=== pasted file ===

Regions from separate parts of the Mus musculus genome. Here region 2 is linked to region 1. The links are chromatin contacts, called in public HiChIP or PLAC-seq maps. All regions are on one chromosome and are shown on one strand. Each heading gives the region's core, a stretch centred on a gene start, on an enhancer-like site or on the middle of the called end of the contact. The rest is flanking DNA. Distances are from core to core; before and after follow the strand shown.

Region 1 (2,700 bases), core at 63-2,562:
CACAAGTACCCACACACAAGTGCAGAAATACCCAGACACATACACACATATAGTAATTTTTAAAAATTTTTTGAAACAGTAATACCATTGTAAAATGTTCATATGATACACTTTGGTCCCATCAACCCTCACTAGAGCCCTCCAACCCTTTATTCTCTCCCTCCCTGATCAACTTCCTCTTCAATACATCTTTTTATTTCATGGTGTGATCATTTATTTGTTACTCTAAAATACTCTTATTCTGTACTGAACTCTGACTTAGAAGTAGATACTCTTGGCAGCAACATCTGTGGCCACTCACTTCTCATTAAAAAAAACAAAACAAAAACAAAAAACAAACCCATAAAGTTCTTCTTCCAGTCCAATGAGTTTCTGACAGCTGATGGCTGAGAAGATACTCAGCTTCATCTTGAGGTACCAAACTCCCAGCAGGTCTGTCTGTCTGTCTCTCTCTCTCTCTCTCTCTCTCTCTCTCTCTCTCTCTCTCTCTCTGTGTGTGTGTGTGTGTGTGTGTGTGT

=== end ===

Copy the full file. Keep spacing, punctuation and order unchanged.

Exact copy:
Regions from separate parts of the Mus musculus genome. Here region 2 is linked to region 1. The links are chromatin contacts, called in public HiChIP or PLAC-seq maps. All regions are on one chromosome and are shown on one strand. Each heading gives the region's core, a stretch centred on a gene start, on an enhancer-like site or on the middle of the called end of the contact. The rest is flanking DNA. Distances are from core to core; before and after follow the strand shown.

Region 1 (2,700 bases), core at 63-2,562:
CACAAGTACCCACACACAAGTGCAGAAATACCCAGACACATACACACATATAGTAATTTTTAAAAATTTTTTGAAACAGTAATACCATTGTAAAATGTTCATATGATACACTTTGGTCCCATCAACCCTCACTAGAGCCCTCCAACCCTTTATTCTCTCCCTCCCTGATCAACTTCCTCTTCAATACATCTTTTTATTTCATGGTGTGATCATTTATTTGTTACTCTAAAATACTCTTATTCTGTACTGAACTCTGACTTAGAAGTAGATACTCTTGGCAGCAACATCTGTGGCCACTCACTTCTCATTAAAAAAAACAAAACAAAAACAAAAAACAAACCCATAAAGTTCTTCTTCCAGTCCAATGAGTTTCTGACAGCTGATGGCTGAGAAGATACTCAGCTTCATCTTGAGGTACCAAACTCCCAGCAGGTCTGTCTGTCTGTCTCTCTCTCTCTCTCTCTCTCTCTCTCTCTCTCTCTCTCTCTCTCTGTGTGTGTGTGTGTGTGTGTGTGTGT